Almora impresses with slick running grab

Cubs outfield prospect robs Reds' Winker in left-center gap

Almora impresses with slick running grab

MESA, Ariz. -- Cubs prospect Albert Almora says he was just in the right place at the right time, but he had done his homework, which helped him make a nice running catch in Saturday's game, a 4-2 Reds victory.

Almora started in center field, and in the Reds sixth, top prospect Jesse Winker launched a ball toward the gap in left-center off Ryan Williams, the Cubs' Minor League Pitcher of the Year last season. Almora appeared to get a head start on the ball, and snared it on the run.

"I don't think anybody else would get to that ball, to be honest," Chicago's Miguel Montero said.

"I know the pitcher pretty well and I know the hitter," Almora said, downplaying his efforts. "I was in the right place at the right time. I knew the hitter a little bit, I knew where I should play him."

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Almora, 21, the sixth player taken overall in the 2012 Draft and the Cubs' No. 5 prospect, prides himself on his glove work.

"I know it's hard offensively at times, but defensively, I feel I should be perfect," he said. "I'm not happy if I don't have a perfect season. I know it's a crazy thing to say, but that's the way I am. It was a challenge last year. They moved me around and brand-new positions and the reads were different. I'm having a lot of fun out there, and I want to make pitchers happy."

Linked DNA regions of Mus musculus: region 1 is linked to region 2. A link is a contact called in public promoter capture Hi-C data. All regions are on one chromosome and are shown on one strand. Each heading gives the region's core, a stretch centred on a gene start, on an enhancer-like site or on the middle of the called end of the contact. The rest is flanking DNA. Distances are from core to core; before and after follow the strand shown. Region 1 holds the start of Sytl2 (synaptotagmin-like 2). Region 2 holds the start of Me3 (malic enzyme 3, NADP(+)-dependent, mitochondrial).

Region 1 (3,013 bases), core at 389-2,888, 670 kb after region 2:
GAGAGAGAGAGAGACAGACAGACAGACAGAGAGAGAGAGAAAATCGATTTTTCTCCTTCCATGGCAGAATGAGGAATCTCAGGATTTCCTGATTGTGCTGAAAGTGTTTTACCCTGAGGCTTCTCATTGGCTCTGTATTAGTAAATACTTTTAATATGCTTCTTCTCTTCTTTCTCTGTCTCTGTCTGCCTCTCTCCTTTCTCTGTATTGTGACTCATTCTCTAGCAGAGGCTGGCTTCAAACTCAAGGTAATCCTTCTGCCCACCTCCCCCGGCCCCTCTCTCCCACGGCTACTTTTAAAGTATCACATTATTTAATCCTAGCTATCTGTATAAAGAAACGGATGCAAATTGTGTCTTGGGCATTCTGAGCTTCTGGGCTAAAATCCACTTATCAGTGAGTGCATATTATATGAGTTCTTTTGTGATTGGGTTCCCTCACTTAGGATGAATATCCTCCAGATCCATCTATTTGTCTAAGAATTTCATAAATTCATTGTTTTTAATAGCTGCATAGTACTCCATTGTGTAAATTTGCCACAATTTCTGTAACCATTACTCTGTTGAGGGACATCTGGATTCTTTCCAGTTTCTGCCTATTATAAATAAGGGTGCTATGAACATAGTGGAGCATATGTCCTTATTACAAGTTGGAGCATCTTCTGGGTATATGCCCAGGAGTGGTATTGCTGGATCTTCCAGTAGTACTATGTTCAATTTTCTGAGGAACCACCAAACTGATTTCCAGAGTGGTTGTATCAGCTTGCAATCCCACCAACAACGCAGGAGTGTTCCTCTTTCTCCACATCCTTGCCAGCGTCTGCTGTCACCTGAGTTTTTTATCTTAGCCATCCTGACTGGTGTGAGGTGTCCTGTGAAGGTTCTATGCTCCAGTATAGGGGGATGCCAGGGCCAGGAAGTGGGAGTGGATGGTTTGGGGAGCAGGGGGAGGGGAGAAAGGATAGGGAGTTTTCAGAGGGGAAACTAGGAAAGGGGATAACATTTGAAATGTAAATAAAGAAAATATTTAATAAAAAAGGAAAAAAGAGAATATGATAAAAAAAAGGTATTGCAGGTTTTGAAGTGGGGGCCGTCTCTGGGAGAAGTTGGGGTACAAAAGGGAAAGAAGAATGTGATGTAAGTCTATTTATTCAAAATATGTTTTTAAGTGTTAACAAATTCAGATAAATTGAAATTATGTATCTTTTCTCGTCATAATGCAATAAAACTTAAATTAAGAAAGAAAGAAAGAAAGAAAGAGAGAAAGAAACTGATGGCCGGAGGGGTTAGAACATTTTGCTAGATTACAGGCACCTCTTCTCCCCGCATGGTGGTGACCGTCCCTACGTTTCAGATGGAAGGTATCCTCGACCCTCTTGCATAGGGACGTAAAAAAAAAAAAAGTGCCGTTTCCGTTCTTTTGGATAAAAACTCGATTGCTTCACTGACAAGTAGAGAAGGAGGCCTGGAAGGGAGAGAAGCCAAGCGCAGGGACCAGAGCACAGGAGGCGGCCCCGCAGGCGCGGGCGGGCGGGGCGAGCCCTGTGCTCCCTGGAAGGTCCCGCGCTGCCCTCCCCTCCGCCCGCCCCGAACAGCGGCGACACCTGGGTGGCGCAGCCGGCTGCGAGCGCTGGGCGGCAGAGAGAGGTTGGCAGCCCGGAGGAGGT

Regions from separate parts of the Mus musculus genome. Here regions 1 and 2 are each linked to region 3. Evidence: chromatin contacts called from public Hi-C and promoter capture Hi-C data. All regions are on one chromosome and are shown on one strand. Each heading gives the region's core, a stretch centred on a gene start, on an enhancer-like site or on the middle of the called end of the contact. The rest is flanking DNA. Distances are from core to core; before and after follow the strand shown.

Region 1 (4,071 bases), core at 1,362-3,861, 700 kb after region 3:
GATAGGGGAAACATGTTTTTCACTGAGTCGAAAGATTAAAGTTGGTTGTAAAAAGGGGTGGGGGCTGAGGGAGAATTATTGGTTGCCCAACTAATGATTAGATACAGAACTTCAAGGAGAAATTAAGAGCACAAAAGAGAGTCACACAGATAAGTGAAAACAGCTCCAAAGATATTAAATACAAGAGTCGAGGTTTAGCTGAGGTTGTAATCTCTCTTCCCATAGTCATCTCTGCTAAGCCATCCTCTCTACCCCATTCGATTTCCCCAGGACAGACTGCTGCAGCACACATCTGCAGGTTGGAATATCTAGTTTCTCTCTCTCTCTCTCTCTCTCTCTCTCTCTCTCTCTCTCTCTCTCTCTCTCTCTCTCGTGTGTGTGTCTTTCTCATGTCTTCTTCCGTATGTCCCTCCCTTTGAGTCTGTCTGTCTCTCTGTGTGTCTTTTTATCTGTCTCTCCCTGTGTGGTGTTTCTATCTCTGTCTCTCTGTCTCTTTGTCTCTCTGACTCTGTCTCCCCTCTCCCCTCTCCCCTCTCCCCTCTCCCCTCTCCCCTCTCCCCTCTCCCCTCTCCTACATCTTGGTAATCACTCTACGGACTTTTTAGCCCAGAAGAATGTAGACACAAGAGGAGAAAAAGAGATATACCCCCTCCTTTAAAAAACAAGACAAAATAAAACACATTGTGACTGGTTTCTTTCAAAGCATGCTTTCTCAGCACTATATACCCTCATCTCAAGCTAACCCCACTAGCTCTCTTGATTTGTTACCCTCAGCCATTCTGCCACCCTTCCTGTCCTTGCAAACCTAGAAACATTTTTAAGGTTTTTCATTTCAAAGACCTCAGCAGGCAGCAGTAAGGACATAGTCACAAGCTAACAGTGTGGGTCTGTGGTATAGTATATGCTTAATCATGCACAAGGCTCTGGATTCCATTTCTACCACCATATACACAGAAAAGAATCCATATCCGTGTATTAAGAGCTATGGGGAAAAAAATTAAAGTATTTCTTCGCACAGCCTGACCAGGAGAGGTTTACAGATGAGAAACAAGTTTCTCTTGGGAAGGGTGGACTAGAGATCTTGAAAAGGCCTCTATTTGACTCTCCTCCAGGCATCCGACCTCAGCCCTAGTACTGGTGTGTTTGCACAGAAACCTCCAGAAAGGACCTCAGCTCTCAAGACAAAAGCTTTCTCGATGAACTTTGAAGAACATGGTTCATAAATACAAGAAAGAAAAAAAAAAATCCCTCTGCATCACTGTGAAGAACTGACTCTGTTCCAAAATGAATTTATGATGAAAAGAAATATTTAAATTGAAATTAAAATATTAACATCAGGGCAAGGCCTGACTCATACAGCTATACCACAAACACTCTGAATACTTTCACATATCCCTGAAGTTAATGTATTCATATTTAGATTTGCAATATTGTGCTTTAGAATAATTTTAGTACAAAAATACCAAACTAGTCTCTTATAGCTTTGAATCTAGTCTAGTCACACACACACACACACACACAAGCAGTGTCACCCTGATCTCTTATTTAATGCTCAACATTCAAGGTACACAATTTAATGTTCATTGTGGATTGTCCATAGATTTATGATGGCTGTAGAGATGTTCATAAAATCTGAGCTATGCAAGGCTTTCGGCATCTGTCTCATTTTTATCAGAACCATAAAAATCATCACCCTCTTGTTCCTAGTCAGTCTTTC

Montero saw Almora last year during the catcher's rehab stint at Double-A Tennessee.

"He's a pretty good athlete," Montero said. "He's got so much talent. This spring so far, he's come with a real good presence. He's playing hard -- he's a good kid. He's got a lot of talent."

Extra bases

Trevor Cahill turned down a chance to be a full-time starter for the Pirates to return to the Cubs, with whom he'll most likely wind up in the bullpen.

"It's just a fun atmosphere and I think everybody wants to be a part of something special," Cahill said of returning to the Cubs this offseason. "It's fun coming to the ballpark. You'd rather come with a little less money and enjoy what you're doing. I'm not saying other teams are boring, but I think guys played here and had a good time."

He'll be stretched out this spring but is expected to join Travis Wood, Clayton Richard and Adam Warren as relievers once the regular season begins. They all want to start.

"I think that's the hope for all of us down there," he said. "We've got five quality arms [in the rotation]. We're ready for anything. They say it's an easier transition to go from starting to relieving, so I think we're all going to try to have the mindset that they might need us to start during the year. We'll try to pitch the best we can. That's all you can do."

• Montero went 3-for-3 on Saturday, hitting a solo home run. He's now 5-for-5 this spring.

"Cactus League doesn't mean anything," Montero said.

He hit a single, double and home run Saturday. If he had a chance for a triple, would he go for it?

"If there's a chance to get a triple, I'd probably stay on second," he said.

• Cubs manager Joe Maddon said Troy Percival taught him to listen to relievers about prepping for the season.

"By the time it gets to the end of this month, just to see them walk out there and the delivery is good, and they know where the ball is going, and they get done and you say, 'How are you feeling?' and they say, 'Great,' I'll be happy with that," Maddon said.

Hector Rondon, Pedro Strop and Justin Grimm will likely get seven or eight innings each in games this spring.

Carrie Muskat is a reporter for MLB.com. She writes a blog, Muskat Ramblings. You can follow her on Twitter @CarrieMuskat and listen to her podcast. This story was not subject to the approval of Major League Baseball or its clubs.